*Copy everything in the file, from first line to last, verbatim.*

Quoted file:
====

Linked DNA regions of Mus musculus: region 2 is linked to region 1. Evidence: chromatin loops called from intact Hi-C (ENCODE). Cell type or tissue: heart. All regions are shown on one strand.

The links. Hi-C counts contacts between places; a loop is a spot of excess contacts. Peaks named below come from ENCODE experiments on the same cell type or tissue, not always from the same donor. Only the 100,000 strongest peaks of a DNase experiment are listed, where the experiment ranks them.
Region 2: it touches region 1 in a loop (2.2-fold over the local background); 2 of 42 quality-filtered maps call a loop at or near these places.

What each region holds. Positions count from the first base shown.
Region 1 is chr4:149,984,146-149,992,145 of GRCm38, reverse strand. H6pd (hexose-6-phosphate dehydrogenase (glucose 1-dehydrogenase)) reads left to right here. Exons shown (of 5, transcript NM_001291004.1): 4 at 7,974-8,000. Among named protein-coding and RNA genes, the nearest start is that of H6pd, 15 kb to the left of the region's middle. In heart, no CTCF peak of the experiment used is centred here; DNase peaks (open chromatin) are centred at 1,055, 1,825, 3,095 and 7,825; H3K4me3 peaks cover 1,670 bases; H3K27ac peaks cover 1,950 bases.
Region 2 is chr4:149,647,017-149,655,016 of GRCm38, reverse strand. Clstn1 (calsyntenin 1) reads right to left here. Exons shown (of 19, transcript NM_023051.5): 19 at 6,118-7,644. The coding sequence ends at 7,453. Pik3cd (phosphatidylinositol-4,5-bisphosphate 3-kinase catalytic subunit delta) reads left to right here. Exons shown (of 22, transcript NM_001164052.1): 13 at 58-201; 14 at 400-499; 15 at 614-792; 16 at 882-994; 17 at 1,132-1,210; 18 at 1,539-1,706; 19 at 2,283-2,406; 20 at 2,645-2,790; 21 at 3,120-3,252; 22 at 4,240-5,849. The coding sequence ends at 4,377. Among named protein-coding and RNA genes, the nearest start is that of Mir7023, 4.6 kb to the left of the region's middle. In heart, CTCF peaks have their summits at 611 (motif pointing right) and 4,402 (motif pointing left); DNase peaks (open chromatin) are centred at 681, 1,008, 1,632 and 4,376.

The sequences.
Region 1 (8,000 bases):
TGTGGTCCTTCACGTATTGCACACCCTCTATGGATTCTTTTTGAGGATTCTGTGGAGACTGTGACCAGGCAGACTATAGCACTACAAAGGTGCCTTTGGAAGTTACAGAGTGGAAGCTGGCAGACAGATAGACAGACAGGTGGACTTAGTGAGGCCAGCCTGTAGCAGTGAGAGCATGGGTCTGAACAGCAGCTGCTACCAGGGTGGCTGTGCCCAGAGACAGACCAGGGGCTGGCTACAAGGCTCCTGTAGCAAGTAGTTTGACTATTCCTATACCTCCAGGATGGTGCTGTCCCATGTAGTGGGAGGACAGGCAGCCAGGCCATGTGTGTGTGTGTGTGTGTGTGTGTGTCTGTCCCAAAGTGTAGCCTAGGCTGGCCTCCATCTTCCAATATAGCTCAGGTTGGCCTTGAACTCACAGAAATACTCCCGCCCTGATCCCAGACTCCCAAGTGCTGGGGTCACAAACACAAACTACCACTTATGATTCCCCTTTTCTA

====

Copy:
Linked DNA regions of Mus musculus: region 2 is linked to region 1. Evidence: chromatin loops called from intact Hi-C (ENCODE). Cell type or tissue: heart. All regions are shown on one strand.

The links. Hi-C counts contacts between places; a loop is a spot of excess contacts. Peaks named below come from ENCODE experiments on the same cell type or tissue, not always from the same donor. Only the 100,000 strongest peaks of a DNase experiment are listed, where the experiment ranks them.
Region 2: it touches region 1 in a loop (2.2-fold over the local background); 2 of 42 quality-filtered maps call a loop at or near these places.

What each region holds. Positions count from the first base shown.
Region 1 is chr4:149,984,146-149,992,145 of GRCm38, reverse strand. H6pd (hexose-6-phosphate dehydrogenase (glucose 1-dehydrogenase)) reads left to right here. Exons shown (of 5, transcript NM_001291004.1): 4 at 7,974-8,000. Among named protein-coding and RNA genes, the nearest start is that of H6pd, 15 kb to the left of the region's middle. In heart, no CTCF peak of the experiment used is centred here; DNase peaks (open chromatin) are centred at 1,055, 1,825, 3,095 and 7,825; H3K4me3 peaks cover 1,670 bases; H3K27ac peaks cover 1,950 bases.
Region 2 is chr4:149,647,017-149,655,016 of GRCm38, reverse strand. Clstn1 (calsyntenin 1) reads right to left here. Exons shown (of 19, transcript NM_023051.5): 19 at 6,118-7,644. The coding sequence ends at 7,453. Pik3cd (phosphatidylinositol-4,5-bisphosphate 3-kinase catalytic subunit delta) reads left to right here. Exons shown (of 22, transcript NM_001164052.1): 13 at 58-201; 14 at 400-499; 15 at 614-792; 16 at 882-994; 17 at 1,132-1,210; 18 at 1,539-1,706; 19 at 2,283-2,406; 20 at 2,645-2,790; 21 at 3,120-3,252; 22 at 4,240-5,849. The coding sequence ends at 4,377. Among named protein-coding and RNA genes, the nearest start is that of Mir7023, 4.6 kb to the left of the region's middle. In heart, CTCF peaks have their summits at 611 (motif pointing right) and 4,402 (motif pointing left); DNase peaks (open chromatin) are centred at 681, 1,008, 1,632 and 4,376.

The sequences.
Region 1 (8,000 bases):
TGTGGTCCTTCACGTATTGCACACCCTCTATGGATTCTTTTTGAGGATTCTGTGGAGACTGTGACCAGGCAGACTATAGCACTACAAAGGTGCCTTTGGAAGTTACAGAGTGGAAGCTGGCAGACAGATAGACAGACAGGTGGACTTAGTGAGGCCAGCCTGTAGCAGTGAGAGCATGGGTCTGAACAGCAGCTGCTACCAGGGTGGCTGTGCCCAGAGACAGACCAGGGGCTGGCTACAAGGCTCCTGTAGCAAGTAGTTTGACTATTCCTATACCTCCAGGATGGTGCTGTCCCATGTAGTGGGAGGACAGGCAGCCAGGCCATGTGTGTGTGTGTGTGTGTGTGTGTGTCTGTCCCAAAGTGTAGCCTAGGCTGGCCTCCATCTTCCAATATAGCTCAGGTTGGCCTTGAACTCACAGAAATACTCCCGCCCTGATCCCAGACTCCCAAGTGCTGGGGTCACAAACACAAACTACCACTTATGATTCCCCTTTTCTA